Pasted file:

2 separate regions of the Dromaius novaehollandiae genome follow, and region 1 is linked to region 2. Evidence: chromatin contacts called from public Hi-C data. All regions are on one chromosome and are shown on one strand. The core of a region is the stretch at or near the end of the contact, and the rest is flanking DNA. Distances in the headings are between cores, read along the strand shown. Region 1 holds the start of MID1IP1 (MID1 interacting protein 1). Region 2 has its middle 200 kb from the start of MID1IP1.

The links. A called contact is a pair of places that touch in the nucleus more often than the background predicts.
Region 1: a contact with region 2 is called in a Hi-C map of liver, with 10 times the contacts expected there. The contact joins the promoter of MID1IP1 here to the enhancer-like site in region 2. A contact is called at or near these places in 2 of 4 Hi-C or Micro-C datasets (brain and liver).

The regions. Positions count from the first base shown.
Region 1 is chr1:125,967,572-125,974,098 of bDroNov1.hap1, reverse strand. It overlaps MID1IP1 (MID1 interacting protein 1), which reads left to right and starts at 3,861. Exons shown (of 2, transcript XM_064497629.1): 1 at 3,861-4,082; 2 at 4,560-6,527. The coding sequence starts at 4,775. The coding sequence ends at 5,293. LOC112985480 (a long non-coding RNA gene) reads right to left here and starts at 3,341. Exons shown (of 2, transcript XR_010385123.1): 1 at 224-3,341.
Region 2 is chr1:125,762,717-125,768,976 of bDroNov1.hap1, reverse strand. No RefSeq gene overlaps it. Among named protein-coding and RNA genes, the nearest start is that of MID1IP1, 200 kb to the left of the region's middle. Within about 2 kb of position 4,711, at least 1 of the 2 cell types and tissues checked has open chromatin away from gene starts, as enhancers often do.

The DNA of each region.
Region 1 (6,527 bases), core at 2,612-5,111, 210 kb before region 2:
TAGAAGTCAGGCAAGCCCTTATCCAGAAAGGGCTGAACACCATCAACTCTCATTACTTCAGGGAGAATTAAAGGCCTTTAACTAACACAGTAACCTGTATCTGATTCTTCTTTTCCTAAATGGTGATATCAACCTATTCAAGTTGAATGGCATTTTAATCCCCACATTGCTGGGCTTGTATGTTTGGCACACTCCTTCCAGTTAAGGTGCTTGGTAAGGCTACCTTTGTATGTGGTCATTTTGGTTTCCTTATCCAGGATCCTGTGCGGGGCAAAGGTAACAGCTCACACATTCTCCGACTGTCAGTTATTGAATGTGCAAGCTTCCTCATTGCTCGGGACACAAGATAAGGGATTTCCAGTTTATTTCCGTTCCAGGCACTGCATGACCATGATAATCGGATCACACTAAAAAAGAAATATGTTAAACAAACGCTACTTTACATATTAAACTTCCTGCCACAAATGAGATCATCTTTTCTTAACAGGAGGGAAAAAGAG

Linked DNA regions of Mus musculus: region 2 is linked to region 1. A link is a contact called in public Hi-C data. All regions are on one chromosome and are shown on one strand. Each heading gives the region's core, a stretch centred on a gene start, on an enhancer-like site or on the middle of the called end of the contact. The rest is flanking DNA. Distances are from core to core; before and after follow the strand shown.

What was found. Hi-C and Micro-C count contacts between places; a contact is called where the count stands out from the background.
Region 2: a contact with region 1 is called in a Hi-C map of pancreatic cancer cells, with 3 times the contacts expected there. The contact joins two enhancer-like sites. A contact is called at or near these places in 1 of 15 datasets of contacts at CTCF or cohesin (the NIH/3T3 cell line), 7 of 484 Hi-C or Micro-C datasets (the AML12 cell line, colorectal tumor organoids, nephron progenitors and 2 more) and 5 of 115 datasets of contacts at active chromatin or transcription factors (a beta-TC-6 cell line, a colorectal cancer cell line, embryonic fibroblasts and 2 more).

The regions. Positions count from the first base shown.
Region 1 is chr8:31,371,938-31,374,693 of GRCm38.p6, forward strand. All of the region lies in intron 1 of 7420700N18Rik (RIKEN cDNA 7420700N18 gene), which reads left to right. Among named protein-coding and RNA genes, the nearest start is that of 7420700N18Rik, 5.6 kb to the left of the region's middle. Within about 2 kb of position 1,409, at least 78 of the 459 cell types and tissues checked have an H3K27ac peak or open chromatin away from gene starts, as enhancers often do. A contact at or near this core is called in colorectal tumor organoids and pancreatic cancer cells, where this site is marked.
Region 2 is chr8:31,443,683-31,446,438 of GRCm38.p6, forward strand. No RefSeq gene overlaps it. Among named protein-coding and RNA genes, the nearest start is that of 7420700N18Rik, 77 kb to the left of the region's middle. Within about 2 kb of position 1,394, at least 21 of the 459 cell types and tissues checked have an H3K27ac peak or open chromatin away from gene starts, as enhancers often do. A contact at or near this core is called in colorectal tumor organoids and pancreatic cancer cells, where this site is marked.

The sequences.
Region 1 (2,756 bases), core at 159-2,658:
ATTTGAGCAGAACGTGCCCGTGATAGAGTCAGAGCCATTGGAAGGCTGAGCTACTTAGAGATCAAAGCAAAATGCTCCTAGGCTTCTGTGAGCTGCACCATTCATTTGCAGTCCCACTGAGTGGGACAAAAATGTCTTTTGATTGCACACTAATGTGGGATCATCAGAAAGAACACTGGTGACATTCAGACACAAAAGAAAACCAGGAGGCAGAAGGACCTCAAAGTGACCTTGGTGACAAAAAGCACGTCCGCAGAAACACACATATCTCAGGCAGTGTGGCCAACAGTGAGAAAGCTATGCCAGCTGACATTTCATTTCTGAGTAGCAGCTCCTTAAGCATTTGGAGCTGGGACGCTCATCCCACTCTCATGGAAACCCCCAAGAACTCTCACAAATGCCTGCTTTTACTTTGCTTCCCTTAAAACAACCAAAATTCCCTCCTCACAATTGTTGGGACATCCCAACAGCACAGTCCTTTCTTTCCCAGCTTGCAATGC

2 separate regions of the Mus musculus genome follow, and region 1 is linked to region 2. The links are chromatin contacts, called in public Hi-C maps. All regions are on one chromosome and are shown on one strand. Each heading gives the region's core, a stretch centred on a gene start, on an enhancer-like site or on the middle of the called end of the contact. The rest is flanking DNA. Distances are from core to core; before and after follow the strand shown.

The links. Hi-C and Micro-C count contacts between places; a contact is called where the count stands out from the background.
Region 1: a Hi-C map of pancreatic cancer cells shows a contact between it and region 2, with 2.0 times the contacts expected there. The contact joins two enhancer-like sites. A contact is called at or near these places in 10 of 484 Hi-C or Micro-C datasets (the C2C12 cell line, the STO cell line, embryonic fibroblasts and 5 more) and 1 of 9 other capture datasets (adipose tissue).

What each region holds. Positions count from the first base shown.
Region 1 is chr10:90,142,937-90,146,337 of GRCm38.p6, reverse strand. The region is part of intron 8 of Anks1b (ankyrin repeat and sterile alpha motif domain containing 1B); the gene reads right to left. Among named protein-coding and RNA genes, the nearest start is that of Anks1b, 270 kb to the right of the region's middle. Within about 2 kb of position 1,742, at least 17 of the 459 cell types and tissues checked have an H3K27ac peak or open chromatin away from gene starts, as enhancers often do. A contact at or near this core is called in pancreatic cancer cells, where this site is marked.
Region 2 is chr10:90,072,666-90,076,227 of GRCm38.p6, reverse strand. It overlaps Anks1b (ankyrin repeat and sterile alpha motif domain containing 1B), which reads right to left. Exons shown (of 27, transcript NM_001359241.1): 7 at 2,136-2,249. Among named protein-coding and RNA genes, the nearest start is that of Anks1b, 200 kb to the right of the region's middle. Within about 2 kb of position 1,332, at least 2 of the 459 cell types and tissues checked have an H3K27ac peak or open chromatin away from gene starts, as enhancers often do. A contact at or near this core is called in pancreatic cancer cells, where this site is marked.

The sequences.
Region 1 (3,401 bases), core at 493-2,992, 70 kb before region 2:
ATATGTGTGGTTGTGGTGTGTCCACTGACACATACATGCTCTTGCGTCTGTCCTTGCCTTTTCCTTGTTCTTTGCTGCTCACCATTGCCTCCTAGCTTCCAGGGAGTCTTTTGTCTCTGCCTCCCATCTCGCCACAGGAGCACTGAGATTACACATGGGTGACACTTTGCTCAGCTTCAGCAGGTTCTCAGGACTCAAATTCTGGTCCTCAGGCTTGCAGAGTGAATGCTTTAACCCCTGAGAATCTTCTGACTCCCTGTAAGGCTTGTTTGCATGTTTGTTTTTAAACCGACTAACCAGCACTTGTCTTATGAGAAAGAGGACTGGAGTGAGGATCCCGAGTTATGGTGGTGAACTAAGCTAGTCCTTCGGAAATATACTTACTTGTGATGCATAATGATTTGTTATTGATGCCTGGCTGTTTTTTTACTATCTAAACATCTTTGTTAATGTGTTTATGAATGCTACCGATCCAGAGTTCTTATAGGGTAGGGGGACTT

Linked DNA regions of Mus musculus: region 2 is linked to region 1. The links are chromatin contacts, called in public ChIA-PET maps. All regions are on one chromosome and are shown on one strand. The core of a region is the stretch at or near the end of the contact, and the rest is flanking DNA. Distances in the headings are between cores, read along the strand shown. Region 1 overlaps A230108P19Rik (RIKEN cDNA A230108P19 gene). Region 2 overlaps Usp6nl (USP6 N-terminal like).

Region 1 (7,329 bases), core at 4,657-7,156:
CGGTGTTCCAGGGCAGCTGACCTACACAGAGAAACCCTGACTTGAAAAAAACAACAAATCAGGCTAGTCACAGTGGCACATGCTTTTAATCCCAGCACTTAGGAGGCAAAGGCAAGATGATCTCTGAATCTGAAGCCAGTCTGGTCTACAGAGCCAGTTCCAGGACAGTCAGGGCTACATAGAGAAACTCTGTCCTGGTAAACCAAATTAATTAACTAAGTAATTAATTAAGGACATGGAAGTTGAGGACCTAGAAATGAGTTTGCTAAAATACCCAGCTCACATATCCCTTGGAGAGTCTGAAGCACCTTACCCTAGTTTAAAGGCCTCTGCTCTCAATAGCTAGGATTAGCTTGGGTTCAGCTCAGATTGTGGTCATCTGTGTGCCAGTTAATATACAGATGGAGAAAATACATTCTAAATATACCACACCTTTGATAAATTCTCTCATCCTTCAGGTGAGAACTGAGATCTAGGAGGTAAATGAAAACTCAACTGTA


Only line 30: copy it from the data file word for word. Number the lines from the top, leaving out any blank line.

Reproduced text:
CGGTGTTCCAGGGCAGCTGACCTACACAGAGAAACCCTGACTTGAAAAAAACAACAAATCAGGCTAGTCACAGTGGCACATGCTTTTAATCCCAGCACTTAGGAGGCAAAGGCAAGATGATCTCTGAATCTGAAGCCAGTCTGGTCTACAGAGCCAGTTCCAGGACAGTCAGGGCTACATAGAGAAACTCTGTCCTGGTAAACCAAATTAATTAACTAAGTAATTAATTAAGGACATGGAAGTTGAGGACCTAGAAATGAGTTTGCTAAAATACCCAGCTCACATATCCCTTGGAGAGTCTGAAGCACCTTACCCTAGTTTAAAGGCCTCTGCTCTCAATAGCTAGGATTAGCTTGGGTTCAGCTCAGATTGTGGTCATCTGTGTGCCAGTTAATATACAGATGGAGAAAATACATTCTAAATATACCACACCTTTGATAAATTCTCTCATCCTTCAGGTGAGAACTGAGATCTAGGAGGTAAATGAAAACTCAACTGTA